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The random model thread!

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On 11.1.2017 at 10:37 PM, kinggambit said:

s4ZjFki.jpg

Any experienced substance designer users have an idea of how to procedurally apply snow to the lower crevices of the model? I'm planning on adding snow to most of my exterior models.

Ambient Occlusion + Position input -> mask?

I'm positive that those will look fantastic on your polar base. Imho, compared to the rest, the shovel looks a little bland. Maybe you could make it a little more interesting like in this picture

DSC01575.jpg

Also those rubber-chaines (?) should be way darker than the metal wheels.

Anyway great job. I would be interested in seeing the colission model if you feel like sharing.

Edited by esspho

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Took a break from solid modeling and did some surface modeling for fun :)

Done in Solidworks, so gimme a break :P  I know there is a curvature/tangency error on the sill below the door; it has been fixed, just not in this render.

~8hrs of work on this.

Ideas on the design are welcome!

rendah8_rs.jpg

rendah3_rs.jpg

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On 1/14/2017 at 4:26 AM, Vorontsov said:

Smoothing groups are old stuff! Get on editing the vertex normals of your models :)

 

On 1/14/2017 at 2:39 PM, grapen said:

I finally defeated VRAD. Slightly cheaper than our favourite Source tree, here for scale.

did you edit vertex normals for that? Coincidentally read about them the other day for a maxscript and I had no idea how essential they are TreeMakerScript_plus_NormalThiefScript.g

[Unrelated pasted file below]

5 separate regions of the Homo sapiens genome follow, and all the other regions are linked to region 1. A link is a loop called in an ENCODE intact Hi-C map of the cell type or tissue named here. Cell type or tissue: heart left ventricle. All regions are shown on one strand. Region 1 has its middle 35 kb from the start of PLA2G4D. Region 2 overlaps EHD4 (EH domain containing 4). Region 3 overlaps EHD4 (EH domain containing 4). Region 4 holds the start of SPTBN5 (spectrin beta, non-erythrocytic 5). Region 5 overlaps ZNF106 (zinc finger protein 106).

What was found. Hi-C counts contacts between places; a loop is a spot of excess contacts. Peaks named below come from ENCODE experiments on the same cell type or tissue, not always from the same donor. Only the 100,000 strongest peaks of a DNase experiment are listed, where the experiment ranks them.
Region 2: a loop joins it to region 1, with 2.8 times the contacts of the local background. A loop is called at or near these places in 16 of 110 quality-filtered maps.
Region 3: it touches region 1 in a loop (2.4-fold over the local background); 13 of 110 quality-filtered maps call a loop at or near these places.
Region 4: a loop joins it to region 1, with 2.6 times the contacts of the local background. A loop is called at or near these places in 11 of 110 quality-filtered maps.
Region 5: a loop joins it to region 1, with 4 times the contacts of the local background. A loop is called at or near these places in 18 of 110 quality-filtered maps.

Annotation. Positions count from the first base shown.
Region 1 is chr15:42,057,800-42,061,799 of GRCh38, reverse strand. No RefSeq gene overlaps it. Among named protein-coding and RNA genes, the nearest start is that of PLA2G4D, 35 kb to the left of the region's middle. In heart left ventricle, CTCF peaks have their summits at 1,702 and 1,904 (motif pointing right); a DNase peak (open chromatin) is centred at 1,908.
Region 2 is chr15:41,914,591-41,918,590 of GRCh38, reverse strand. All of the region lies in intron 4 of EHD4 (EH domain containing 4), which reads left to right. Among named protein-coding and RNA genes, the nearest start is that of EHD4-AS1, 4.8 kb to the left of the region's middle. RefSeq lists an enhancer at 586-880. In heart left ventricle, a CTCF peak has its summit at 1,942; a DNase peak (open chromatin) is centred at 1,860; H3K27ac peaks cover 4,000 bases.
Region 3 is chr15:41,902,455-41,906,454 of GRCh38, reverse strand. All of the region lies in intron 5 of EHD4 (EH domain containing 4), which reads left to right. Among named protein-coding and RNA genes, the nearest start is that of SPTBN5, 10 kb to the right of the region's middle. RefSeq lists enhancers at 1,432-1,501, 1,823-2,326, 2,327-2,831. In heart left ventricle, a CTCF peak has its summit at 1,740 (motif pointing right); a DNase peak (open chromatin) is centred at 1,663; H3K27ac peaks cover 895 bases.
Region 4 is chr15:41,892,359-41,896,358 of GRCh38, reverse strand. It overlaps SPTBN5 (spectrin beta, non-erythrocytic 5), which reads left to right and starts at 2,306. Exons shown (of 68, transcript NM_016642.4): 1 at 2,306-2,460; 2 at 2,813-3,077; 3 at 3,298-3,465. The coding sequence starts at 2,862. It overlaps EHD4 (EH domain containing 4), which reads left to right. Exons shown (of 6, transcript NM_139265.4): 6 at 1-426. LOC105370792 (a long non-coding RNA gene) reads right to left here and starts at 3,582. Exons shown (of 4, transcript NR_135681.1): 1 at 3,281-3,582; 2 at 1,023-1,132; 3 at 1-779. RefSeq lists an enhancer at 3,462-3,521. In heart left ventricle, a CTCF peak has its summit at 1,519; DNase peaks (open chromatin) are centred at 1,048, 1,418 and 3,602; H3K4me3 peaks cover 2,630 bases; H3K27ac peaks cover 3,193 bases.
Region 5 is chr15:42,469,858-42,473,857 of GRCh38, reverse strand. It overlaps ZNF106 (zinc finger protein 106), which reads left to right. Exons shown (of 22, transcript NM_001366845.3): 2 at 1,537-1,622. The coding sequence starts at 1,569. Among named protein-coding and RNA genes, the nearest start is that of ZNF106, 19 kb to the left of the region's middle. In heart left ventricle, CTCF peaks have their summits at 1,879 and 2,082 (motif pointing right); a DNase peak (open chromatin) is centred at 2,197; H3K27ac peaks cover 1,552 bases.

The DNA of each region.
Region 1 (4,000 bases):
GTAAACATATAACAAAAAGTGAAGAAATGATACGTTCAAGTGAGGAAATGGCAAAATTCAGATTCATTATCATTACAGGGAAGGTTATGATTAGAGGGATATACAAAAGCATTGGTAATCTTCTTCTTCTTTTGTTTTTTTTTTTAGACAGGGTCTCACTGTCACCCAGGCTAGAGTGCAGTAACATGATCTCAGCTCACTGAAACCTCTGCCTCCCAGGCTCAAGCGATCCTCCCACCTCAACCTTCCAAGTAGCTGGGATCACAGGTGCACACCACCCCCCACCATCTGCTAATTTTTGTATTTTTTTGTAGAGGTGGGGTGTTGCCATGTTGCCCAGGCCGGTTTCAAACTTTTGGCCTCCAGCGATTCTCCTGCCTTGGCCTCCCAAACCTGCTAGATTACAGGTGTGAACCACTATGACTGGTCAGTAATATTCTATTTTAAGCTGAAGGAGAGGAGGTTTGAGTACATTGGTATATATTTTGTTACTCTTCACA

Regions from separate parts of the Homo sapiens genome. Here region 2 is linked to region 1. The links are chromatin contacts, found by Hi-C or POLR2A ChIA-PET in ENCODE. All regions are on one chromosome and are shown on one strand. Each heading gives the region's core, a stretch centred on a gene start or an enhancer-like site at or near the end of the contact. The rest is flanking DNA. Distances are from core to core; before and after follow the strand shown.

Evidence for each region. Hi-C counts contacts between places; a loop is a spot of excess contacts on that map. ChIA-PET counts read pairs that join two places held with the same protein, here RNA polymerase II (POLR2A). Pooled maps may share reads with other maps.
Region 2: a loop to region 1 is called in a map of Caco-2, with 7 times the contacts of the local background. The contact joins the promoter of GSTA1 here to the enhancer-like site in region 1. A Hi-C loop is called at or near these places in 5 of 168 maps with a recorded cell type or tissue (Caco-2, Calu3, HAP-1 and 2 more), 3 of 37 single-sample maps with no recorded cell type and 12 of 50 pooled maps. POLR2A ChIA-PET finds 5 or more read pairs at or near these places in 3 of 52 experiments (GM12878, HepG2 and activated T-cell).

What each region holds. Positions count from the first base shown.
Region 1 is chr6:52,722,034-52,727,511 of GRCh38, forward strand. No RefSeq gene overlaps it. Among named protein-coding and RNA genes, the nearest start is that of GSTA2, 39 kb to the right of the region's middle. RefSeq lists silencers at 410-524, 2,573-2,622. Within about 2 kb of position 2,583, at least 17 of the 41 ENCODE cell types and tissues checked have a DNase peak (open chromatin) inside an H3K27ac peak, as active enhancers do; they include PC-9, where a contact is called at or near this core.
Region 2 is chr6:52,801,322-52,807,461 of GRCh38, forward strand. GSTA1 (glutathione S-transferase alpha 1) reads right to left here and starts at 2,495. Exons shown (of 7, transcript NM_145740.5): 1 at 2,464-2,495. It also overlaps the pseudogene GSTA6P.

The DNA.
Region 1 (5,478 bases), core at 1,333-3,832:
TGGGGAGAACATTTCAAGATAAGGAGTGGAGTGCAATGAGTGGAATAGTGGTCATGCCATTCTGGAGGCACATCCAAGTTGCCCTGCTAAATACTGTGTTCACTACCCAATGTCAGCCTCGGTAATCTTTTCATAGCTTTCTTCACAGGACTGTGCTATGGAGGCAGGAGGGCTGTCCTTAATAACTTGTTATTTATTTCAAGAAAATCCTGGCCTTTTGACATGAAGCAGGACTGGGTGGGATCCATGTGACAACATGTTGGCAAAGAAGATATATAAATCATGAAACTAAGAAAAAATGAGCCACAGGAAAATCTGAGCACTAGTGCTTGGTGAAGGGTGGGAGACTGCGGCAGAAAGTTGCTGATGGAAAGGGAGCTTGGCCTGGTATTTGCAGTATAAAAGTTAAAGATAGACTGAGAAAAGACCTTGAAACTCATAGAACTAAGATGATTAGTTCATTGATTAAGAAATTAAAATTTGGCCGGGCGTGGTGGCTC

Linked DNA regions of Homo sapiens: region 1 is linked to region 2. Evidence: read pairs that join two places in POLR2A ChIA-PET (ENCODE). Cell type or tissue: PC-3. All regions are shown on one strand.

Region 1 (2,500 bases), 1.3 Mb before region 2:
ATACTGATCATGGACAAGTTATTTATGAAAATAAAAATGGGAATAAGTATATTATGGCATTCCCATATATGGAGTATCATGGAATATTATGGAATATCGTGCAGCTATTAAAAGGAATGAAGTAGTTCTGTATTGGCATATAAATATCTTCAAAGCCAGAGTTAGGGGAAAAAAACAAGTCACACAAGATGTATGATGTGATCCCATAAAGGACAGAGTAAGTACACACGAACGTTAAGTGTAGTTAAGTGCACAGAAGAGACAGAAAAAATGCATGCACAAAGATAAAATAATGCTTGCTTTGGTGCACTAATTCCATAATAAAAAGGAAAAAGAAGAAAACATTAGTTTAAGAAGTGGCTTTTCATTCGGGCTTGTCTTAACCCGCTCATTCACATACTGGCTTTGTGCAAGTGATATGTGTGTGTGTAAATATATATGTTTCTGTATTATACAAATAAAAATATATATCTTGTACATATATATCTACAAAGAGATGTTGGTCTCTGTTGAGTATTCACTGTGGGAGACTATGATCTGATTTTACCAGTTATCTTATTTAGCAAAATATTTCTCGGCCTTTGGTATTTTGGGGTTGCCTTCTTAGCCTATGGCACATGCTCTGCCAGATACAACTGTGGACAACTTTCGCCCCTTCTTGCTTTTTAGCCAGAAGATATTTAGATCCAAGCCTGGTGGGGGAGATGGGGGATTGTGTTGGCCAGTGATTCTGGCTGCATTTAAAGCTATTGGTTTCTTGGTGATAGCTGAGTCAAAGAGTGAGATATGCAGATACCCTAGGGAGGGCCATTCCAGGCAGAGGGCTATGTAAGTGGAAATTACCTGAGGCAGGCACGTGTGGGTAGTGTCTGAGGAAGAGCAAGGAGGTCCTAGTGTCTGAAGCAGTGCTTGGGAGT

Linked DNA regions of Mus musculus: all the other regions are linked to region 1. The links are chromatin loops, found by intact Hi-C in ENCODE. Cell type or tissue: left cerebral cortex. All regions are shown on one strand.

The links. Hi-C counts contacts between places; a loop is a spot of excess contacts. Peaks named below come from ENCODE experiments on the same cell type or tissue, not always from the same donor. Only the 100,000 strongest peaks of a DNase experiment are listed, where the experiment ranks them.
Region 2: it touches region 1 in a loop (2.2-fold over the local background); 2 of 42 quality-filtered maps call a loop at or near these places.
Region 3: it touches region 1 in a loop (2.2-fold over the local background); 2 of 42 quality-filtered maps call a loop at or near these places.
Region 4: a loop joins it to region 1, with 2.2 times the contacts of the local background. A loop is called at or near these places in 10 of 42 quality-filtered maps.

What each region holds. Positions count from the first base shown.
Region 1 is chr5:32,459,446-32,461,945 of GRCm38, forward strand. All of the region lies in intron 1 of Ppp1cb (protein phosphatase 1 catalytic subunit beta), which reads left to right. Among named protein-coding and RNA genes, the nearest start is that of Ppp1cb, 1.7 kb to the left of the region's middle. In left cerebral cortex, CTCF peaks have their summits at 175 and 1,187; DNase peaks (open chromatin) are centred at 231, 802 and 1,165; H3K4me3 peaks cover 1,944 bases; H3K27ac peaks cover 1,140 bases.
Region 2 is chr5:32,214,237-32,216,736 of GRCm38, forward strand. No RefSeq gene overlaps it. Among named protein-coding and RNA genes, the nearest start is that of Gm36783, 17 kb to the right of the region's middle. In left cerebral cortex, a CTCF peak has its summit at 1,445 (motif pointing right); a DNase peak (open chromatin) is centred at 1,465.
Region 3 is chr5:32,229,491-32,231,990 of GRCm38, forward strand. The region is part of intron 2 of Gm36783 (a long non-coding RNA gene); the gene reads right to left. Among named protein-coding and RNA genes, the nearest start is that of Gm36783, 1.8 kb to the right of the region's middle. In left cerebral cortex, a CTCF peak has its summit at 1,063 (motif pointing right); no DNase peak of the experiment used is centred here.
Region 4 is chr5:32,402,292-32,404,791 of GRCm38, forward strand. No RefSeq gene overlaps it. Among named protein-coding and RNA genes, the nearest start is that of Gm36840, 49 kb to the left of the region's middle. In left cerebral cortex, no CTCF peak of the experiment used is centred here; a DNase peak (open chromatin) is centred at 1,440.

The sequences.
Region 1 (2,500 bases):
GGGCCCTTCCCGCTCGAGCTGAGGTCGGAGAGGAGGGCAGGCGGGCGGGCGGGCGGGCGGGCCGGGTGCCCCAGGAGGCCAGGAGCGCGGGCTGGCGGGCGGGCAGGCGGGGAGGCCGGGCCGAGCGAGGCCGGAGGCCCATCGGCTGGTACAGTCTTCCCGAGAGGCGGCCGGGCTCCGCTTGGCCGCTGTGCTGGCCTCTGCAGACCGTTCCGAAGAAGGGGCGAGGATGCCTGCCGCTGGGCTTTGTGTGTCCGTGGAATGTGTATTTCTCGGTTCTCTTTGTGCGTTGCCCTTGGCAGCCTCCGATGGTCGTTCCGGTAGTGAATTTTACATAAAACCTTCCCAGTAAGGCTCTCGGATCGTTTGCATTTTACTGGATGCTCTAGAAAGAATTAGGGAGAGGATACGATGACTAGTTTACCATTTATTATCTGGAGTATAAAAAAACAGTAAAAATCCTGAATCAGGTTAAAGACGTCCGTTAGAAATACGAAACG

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1 hour ago, kinggambit said:

 

did you edit vertex normals for that? Coincidentally read about them the other day for a maxscript and I had no idea how essential they are TreeMakerScript_plus_NormalThiefScript.g

Yep. Without edited normals it looks pretty much like that gif. You can enable "ignore surface normals" on the prop in hammer, but that makes it look flat instead.

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I understand what  a vertex normal is (and how to edit it), but can you describe a use case where it is a better option than applying smoothing groups on a complex object? Foliage it works well for clearly as it smooths shading across the various planes making up the foliage... any other use cases where it would be advantageous though?

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20 hours ago, Sigma said:

I understand what  a vertex normal is (and how to edit it), but can you describe a use case where it is a better option than applying smoothing groups on a complex object? Foliage it works well for clearly as it smooths shading across the various planes making up the foliage... any other use cases where it would be advantageous though?

Everywhere :D

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1 hour ago, Vorontsov said:

Everywhere :D

Thanks for the explanation :P

As a matter of passing along information, apparently you can quickly edit vertex normals (for trees/foliage) by transferring another meshe's normals (say a very smooth cone) to the vertex normals of a tree mesh. This makes doing the foliage/trees normals work much easier (and faster).

Edited by Sigma

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On 1/19/2017 at 5:24 AM, grapen said:

Yep. Without edited normals it looks pretty much like that gif. You can enable "ignore surface normals" on the prop in hammer, but that makes it look flat instead.

damn i made a tree a long time ago and i chalked it up to me being inadequate, is there a good tutorial on editing normals? ive never actually seen that before. 

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1 hour ago, Dillon Beard said:

damn i made a tree a long time ago and i chalked it up to me being inadequate, is there a good tutorial on editing normals? ive never actually seen that before. 

There's probably lots of them depending on what software you use. In the case of my tree, in Blender I just enabled Auto Smooth in the mesh properties, then added a Normal Edit Modifier, set it to Radial and turned down Mix Factor a bit.

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55 minutes ago, leplubodeslapin said:

Is there a specific reason to demonstrate the PBR with a low-res texture ?

Yepp. I will show them how to use UV-tiling to get higher texel density to make a point; that it's important to reflect over your texel density and not just lazily use high res textures. I'd say a low-res texture shows this better. :)

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